The Gap Year


— Photos courtesy of

I recently got promoted to full-time in my department at DePaul. This means, as of June 1, I will have health insurance for the first time in more than seven years. It also means that, for the first time in almost a year, I will be returning to therapy.

Most people who deal with some kind of depression or anxiety will experience a gap in therapy, whether for financial or personal reasons. Sometimes there’s a mismatch in personalities between patient and doctor. Sometimes outside circumstances aren’t conducive to an individual setting aside an hour each week or every two weeks for counseling. Sometimes the clinic closes. Sometimes your doctor relocates, falls ill, or dies. The length of the gap and the decision to return to therapy is often facilitated or hindered based on the circumstances of the initial break. I knew someone that lost his first therapist to leukemia and didn’t return for another five years. I’ve had several gaps over the years, returning each time because of some extraordinary, prolonged period of distress that forced my hand.

I was 17 when I first told my parents I wanted to see a therapist. It was a bit like locking the barn after the horse had escaped — life at home had grown very chaotic and I had recently ended relationships with two people whose own neuroses largely served as a distraction from my own. While it lightened the load, I was suffering from insomnia and an eating disorder. I’d had enough and I asked for help.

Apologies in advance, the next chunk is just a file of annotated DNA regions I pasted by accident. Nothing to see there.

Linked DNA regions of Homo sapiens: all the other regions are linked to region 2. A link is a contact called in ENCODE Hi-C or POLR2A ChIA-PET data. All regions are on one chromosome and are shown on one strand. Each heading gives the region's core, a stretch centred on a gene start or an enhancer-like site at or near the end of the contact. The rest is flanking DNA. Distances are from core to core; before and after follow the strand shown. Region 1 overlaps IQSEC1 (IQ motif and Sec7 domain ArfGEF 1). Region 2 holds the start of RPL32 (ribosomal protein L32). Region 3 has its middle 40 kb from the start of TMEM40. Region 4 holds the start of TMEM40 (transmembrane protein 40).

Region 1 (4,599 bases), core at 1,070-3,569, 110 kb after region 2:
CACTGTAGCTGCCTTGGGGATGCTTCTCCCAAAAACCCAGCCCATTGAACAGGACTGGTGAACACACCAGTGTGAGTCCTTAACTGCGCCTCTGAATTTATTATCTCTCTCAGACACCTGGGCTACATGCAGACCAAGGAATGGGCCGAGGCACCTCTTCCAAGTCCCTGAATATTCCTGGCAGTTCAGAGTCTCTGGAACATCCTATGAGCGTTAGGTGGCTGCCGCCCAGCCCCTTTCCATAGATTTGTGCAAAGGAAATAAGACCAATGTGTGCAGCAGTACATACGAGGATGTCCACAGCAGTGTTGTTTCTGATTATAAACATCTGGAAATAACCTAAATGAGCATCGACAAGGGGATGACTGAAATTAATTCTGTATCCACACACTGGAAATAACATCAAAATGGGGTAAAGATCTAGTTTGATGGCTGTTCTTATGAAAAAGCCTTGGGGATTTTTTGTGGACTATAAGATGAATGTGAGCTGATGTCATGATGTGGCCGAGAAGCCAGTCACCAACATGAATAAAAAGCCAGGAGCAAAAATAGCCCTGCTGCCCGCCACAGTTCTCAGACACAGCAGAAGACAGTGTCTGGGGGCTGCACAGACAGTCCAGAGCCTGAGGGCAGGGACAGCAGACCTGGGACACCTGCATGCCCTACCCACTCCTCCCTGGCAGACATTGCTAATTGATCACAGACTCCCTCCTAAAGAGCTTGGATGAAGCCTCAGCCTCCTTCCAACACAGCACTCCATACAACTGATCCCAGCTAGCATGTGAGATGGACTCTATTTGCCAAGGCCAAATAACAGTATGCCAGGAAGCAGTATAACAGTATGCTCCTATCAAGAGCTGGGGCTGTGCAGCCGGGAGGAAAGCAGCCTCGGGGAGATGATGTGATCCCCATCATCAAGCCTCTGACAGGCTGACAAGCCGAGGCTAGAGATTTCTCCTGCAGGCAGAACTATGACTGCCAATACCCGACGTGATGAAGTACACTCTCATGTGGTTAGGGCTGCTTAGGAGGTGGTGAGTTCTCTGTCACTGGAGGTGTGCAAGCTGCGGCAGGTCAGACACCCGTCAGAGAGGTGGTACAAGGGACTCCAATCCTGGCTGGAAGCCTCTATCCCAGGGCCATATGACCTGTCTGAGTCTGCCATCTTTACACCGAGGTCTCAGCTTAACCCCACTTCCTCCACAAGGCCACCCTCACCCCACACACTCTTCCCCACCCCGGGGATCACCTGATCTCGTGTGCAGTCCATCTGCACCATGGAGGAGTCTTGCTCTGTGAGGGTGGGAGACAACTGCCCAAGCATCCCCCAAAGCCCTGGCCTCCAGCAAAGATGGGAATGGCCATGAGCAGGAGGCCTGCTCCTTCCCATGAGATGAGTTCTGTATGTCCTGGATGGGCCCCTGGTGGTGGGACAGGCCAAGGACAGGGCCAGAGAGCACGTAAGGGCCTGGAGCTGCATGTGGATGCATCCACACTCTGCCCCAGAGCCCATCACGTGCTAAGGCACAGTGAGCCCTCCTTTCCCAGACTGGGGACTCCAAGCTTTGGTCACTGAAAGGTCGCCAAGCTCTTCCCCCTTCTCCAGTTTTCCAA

My first therapist specialized in treatment of adolescents, had a John Lennon lithograph hanging on his wall, and dressed like a mix of Mister Rogers and H.R. Haldeman. He was also my father’s therapist. Whether this was a decision made by the insurance company or a private agreement born out of a session between the two of them, I never did find out. I went to two months of sessions where I listened to him talk about episodes of Law & Order, eventually opting out when he made a homophobic remark about a friend of mine.

My second therapist was a PhD student at the University of Arkansas doing part of her clinical work in the Counseling and Psychological Services office at the school. Mismatched from the get-go, she admitted to being more than a bit at sea when she reviewed my initial case file (scrawled with notes about “grief counseling,” “bulimia,” and “same-sex attraction”) and prescribed superficial therapies unsuited for the gamut of emotions I was dealing with at the time. When she neglected to arrange an appointment for us after the winter break, I refused to return.

This final gap started last September, shortly before I started teaching. I had switched therapists in June when the clinical wing at the center I’d been a patient at for three years closed. I made the switch with an open mind and it didn’t quite work out. Starting a new job and in the middle of the busiest time of the year at the other, I made the decision to go without for a bit and see what happened.

Ultimately, I’ve found therapy to be invaluable in helping me to process and deal with my depression, in chorus with my crafting, blogging, and all the small habits I’ve cultivated to prevent from falling into old, bad coping mechanisms. I’ve got a new referral to a center that’s a ten-minute walk from my home. I’m optimistic and ready to give this another shot. My health is too important not to.


~ by blackmoodcraft on May 21, 2014.

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